A modified virus can repair diseased livers by turning bad cells into healthy.
The treatment could one day offer a lifeline to thousands of people with liver failure.
More than 35,000 individuals in the US die of liver disease each year.
The new viral treatment targets liver fibrosis, the progressive scarring of the liver that leads to organ failure.
Liver failure occurs when healthy cells called hepatocytes are damaged by alcohol and disease.
Eventually, the liver cannot generate new hepatocytes quickly enough to counteract the damage caused by the scar tissue and the organ fails.
Holger Willenbring of the University of California, San Francisco, and his colleagues worked out a way to transform myofibroblasts into healthy hepatocytes using a cocktail of liver gene switches called transcription factors.
The problem was getting these transcription factors into a scarred liver.
Once inside the myofibroblasts, the virus downloads the transcription factors, which transform the cells into hepatocytes.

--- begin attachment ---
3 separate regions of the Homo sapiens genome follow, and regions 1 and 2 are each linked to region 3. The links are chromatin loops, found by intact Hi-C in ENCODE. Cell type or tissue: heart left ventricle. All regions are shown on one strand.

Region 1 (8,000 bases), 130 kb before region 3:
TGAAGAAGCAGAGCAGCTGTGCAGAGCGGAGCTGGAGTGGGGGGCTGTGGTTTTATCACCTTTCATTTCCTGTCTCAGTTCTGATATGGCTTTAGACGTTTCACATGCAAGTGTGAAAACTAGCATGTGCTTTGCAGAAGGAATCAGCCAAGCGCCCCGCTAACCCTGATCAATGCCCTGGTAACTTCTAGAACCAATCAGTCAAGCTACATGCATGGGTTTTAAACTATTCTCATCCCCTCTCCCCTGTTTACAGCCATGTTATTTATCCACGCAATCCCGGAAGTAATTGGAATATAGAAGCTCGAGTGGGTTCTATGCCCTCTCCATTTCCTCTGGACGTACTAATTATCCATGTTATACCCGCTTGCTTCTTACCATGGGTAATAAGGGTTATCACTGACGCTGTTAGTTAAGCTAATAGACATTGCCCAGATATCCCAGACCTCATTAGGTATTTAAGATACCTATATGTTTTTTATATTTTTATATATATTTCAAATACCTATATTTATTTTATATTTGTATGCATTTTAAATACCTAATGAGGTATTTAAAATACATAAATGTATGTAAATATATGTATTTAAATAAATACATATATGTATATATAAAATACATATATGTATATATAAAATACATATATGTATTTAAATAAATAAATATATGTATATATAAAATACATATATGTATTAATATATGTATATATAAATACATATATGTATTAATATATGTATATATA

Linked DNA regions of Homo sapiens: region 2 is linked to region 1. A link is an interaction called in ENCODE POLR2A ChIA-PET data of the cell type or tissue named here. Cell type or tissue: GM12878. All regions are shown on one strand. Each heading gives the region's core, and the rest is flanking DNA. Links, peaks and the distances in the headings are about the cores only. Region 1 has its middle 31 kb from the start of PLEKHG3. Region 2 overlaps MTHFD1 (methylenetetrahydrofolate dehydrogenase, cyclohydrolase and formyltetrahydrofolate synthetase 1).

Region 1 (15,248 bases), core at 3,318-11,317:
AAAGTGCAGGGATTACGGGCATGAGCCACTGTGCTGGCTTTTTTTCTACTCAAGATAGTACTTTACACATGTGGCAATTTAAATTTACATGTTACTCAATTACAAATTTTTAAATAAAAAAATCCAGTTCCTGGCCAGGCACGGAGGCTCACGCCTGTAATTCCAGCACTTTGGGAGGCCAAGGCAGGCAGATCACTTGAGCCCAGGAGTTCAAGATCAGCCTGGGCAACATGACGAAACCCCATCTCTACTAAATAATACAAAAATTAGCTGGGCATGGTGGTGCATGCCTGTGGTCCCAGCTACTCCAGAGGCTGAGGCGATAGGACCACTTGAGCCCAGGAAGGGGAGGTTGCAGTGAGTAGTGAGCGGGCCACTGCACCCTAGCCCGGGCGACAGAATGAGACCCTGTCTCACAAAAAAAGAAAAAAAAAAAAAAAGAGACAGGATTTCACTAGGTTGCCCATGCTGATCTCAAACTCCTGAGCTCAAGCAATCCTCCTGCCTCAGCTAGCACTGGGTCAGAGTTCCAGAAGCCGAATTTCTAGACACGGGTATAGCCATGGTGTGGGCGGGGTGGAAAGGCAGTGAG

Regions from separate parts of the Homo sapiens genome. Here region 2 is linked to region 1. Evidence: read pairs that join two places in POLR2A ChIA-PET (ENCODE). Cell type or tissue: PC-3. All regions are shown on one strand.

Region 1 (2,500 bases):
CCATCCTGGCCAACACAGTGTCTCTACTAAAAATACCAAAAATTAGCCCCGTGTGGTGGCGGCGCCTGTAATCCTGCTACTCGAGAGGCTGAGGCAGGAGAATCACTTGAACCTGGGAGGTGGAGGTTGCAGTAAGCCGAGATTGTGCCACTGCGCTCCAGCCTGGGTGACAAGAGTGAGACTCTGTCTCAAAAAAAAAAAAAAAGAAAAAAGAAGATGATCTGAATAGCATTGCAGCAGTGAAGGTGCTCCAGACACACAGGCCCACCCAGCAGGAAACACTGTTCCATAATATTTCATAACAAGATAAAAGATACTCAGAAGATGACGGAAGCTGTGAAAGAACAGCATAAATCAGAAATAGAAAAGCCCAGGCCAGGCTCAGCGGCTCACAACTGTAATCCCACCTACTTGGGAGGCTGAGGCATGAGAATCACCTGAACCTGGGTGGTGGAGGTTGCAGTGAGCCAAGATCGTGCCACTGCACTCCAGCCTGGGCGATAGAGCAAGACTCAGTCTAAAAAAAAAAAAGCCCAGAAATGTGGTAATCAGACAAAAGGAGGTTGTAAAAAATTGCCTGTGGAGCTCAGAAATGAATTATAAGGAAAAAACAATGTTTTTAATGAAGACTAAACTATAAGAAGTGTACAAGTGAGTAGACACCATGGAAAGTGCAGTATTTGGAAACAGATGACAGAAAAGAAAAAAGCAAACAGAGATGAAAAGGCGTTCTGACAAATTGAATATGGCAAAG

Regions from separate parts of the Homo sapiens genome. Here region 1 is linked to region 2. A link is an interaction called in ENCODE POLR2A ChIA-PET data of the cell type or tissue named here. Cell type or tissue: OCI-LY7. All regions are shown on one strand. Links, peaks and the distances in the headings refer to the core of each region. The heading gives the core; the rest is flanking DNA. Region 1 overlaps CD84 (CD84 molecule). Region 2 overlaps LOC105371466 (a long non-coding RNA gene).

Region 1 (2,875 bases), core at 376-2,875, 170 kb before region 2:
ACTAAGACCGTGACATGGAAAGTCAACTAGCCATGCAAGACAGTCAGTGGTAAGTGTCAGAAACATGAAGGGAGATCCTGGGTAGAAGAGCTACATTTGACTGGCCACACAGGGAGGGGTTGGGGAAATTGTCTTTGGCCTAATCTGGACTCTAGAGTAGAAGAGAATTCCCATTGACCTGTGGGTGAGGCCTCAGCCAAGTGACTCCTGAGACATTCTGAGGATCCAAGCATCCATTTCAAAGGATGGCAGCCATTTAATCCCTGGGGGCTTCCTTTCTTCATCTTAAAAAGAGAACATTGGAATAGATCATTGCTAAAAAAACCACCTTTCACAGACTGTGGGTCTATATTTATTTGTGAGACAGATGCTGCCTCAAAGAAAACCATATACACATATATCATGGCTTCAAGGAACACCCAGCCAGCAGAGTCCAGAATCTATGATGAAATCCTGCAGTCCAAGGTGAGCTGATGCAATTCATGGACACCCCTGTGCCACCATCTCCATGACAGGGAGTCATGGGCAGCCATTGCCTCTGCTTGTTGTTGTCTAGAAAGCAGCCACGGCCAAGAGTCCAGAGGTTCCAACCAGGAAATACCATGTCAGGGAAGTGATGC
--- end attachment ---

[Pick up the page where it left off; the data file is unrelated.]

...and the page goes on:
The treatment increased the number of healthy liver cells in the mice, as well as reducing the collagen content of their livers by a third on average.
“We think the combination of making more hepatocytes and reducing collagen is the most promising approach to treating liver fibrosis,” says Willenbring.
“These are remarkable data,” says Amit Nathwani at University College London, who is using AAVs in potential treatments for a blood disorder called haemophilia B. “Liver fibrosis is a major clinical problem and if these data can be reproduced clinically, the National Health Service would save billions and patients would be given a new lease of life.”
Other treatments that regenerate livers are also in development, some rely on stem cells, others are aimed at building replacement organs from scratch.